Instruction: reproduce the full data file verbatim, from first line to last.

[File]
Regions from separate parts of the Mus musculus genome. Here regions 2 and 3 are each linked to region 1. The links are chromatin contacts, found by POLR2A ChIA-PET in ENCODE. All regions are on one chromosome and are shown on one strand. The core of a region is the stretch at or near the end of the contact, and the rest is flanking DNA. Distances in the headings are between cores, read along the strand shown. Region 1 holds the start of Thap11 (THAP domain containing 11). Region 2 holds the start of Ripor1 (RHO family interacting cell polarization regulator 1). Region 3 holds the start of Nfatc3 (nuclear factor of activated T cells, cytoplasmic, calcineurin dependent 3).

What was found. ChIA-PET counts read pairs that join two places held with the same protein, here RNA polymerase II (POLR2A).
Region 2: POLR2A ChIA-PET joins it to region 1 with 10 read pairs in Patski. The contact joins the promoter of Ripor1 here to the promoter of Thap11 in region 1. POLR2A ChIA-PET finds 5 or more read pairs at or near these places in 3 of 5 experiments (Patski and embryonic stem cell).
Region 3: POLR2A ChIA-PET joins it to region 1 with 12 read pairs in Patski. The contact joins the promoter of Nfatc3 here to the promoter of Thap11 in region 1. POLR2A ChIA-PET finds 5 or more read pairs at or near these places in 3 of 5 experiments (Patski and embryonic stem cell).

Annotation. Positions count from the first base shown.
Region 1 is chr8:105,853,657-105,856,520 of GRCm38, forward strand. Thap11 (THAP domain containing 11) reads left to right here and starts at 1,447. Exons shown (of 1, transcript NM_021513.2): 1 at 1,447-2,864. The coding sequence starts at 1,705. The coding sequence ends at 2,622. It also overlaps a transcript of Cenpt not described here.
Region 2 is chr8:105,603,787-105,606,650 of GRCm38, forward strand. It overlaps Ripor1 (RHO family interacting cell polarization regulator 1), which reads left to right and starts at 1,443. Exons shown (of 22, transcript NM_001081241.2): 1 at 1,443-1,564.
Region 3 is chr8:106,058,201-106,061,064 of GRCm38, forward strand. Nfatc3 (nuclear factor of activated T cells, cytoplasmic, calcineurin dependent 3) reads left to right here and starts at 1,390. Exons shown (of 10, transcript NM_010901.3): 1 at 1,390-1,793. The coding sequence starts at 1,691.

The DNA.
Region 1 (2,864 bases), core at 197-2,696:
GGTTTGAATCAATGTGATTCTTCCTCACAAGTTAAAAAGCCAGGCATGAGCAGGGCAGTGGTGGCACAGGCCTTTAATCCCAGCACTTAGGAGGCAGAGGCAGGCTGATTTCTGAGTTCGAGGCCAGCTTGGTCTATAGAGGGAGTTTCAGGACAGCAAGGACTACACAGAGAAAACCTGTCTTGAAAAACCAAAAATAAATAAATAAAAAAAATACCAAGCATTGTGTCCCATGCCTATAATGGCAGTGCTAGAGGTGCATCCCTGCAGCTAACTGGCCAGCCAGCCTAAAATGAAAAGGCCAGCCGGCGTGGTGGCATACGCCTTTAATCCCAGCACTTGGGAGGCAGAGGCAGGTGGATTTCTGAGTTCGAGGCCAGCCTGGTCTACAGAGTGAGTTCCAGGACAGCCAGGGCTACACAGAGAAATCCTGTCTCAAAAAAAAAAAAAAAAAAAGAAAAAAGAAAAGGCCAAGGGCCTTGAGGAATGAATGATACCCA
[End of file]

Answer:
Regions from separate parts of the Mus musculus genome. Here regions 2 and 3 are each linked to region 1. The links are chromatin contacts, found by POLR2A ChIA-PET in ENCODE. All regions are on one chromosome and are shown on one strand. The core of a region is the stretch at or near the end of the contact, and the rest is flanking DNA. Distances in the headings are between cores, read along the strand shown. Region 1 holds the start of Thap11 (THAP domain containing 11). Region 2 holds the start of Ripor1 (RHO family interacting cell polarization regulator 1). Region 3 holds the start of Nfatc3 (nuclear factor of activated T cells, cytoplasmic, calcineurin dependent 3).

What was found. ChIA-PET counts read pairs that join two places held with the same protein, here RNA polymerase II (POLR2A).
Region 2: POLR2A ChIA-PET joins it to region 1 with 10 read pairs in Patski. The contact joins the promoter of Ripor1 here to the promoter of Thap11 in region 1. POLR2A ChIA-PET finds 5 or more read pairs at or near these places in 3 of 5 experiments (Patski and embryonic stem cell).
Region 3: POLR2A ChIA-PET joins it to region 1 with 12 read pairs in Patski. The contact joins the promoter of Nfatc3 here to the promoter of Thap11 in region 1. POLR2A ChIA-PET finds 5 or more read pairs at or near these places in 3 of 5 experiments (Patski and embryonic stem cell).

Annotation. Positions count from the first base shown.
Region 1 is chr8:105,853,657-105,856,520 of GRCm38, forward strand. Thap11 (THAP domain containing 11) reads left to right here and starts at 1,447. Exons shown (of 1, transcript NM_021513.2): 1 at 1,447-2,864. The coding sequence starts at 1,705. The coding sequence ends at 2,622. It also overlaps a transcript of Cenpt not described here.
Region 2 is chr8:105,603,787-105,606,650 of GRCm38, forward strand. It overlaps Ripor1 (RHO family interacting cell polarization regulator 1), which reads left to right and starts at 1,443. Exons shown (of 22, transcript NM_001081241.2): 1 at 1,443-1,564.
Region 3 is chr8:106,058,201-106,061,064 of GRCm38, forward strand. Nfatc3 (nuclear factor of activated T cells, cytoplasmic, calcineurin dependent 3) reads left to right here and starts at 1,390. Exons shown (of 10, transcript NM_010901.3): 1 at 1,390-1,793. The coding sequence starts at 1,691.

The DNA.
Region 1 (2,864 bases), core at 197-2,696:
GGTTTGAATCAATGTGATTCTTCCTCACAAGTTAAAAAGCCAGGCATGAGCAGGGCAGTGGTGGCACAGGCCTTTAATCCCAGCACTTAGGAGGCAGAGGCAGGCTGATTTCTGAGTTCGAGGCCAGCTTGGTCTATAGAGGGAGTTTCAGGACAGCAAGGACTACACAGAGAAAACCTGTCTTGAAAAACCAAAAATAAATAAATAAAAAAAATACCAAGCATTGTGTCCCATGCCTATAATGGCAGTGCTAGAGGTGCATCCCTGCAGCTAACTGGCCAGCCAGCCTAAAATGAAAAGGCCAGCCGGCGTGGTGGCATACGCCTTTAATCCCAGCACTTGGGAGGCAGAGGCAGGTGGATTTCTGAGTTCGAGGCCAGCCTGGTCTACAGAGTGAGTTCCAGGACAGCCAGGGCTACACAGAGAAATCCTGTCTCAAAAAAAAAAAAAAAAAAAGAAAAAAGAAAAGGCCAAGGGCCTTGAGGAATGAATGATACCCA